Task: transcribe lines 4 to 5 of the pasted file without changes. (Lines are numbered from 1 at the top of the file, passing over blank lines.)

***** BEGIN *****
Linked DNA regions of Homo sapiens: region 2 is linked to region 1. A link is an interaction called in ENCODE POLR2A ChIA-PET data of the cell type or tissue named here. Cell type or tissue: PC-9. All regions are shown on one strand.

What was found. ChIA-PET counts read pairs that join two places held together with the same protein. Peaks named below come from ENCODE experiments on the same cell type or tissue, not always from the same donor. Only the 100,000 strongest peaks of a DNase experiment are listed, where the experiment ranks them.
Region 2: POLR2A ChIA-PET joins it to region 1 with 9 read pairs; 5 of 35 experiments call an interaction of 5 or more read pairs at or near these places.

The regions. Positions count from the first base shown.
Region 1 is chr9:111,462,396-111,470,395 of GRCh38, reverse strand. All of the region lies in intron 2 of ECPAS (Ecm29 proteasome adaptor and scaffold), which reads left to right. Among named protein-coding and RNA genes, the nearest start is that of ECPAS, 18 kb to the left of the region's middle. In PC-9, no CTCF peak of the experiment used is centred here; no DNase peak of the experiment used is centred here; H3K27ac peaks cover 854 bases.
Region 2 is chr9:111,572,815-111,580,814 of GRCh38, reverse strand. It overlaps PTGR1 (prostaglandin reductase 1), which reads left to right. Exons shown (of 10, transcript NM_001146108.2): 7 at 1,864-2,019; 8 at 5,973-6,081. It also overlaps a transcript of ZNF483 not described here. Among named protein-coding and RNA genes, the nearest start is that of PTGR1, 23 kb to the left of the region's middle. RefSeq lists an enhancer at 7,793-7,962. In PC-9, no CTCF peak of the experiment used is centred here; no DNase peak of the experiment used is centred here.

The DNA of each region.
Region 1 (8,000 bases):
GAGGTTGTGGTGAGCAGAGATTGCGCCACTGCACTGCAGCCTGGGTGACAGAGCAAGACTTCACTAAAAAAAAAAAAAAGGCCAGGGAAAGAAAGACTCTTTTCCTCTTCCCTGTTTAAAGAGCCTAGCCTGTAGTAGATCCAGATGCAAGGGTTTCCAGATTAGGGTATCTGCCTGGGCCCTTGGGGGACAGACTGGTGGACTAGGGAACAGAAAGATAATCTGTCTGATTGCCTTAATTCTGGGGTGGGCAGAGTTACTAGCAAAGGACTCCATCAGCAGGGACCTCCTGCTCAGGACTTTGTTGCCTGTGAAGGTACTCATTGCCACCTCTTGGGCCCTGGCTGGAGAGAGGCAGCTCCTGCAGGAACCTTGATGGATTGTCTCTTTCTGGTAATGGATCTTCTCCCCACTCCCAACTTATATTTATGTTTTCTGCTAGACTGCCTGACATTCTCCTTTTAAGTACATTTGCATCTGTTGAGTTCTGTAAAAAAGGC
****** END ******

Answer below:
The regions. Positions count from the first base shown.
Region 1 is chr9:111,462,396-111,470,395 of GRCh38, reverse strand. All of the region lies in intron 2 of ECPAS (Ecm29 proteasome adaptor and scaffold), which reads left to right. Among named protein-coding and RNA genes, the nearest start is that of ECPAS, 18 kb to the left of the region's middle. In PC-9, no CTCF peak of the experiment used is centred here; no DNase peak of the experiment used is centred here; H3K27ac peaks cover 854 bases.